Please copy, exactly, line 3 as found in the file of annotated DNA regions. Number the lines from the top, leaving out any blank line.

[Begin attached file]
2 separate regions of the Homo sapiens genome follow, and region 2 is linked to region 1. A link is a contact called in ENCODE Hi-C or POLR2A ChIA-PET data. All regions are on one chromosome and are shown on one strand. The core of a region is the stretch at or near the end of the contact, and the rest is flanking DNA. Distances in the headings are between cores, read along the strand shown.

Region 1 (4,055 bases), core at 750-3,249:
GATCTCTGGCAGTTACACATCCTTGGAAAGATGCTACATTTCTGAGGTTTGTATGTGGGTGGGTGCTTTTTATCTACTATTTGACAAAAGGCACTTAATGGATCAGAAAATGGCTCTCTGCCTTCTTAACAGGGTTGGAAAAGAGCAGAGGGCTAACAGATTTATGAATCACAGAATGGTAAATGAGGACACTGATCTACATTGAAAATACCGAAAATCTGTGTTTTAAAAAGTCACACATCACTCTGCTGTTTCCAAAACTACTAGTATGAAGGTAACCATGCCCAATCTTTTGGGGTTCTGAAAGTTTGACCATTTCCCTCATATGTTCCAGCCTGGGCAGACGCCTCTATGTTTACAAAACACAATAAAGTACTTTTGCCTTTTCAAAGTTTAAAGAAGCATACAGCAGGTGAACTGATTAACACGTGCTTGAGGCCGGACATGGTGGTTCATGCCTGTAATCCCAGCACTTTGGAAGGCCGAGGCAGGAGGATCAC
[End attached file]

GATCTCTGGCAGTTACACATCCTTGGAAAGATGCTACATTTCTGAGGTTTGTATGTGGGTGGGTGCTTTTTATCTACTATTTGACAAAAGGCACTTAATGGATCAGAAAATGGCTCTCTGCCTTCTTAACAGGGTTGGAAAAGAGCAGAGGGCTAACAGATTTATGAATCACAGAATGGTAAATGAGGACACTGATCTACATTGAAAATACCGAAAATCTGTGTTTTAAAAAGTCACACATCACTCTGCTGTTTCCAAAACTACTAGTATGAAGGTAACCATGCCCAATCTTTTGGGGTTCTGAAAGTTTGACCATTTCCCTCATATGTTCCAGCCTGGGCAGACGCCTCTATGTTTACAAAACACAATAAAGTACTTTTGCCTTTTCAAAGTTTAAAGAAGCATACAGCAGGTGAACTGATTAACACGTGCTTGAGGCCGGACATGGTGGTTCATGCCTGTAATCCCAGCACTTTGGAAGGCCGAGGCAGGAGGATCAC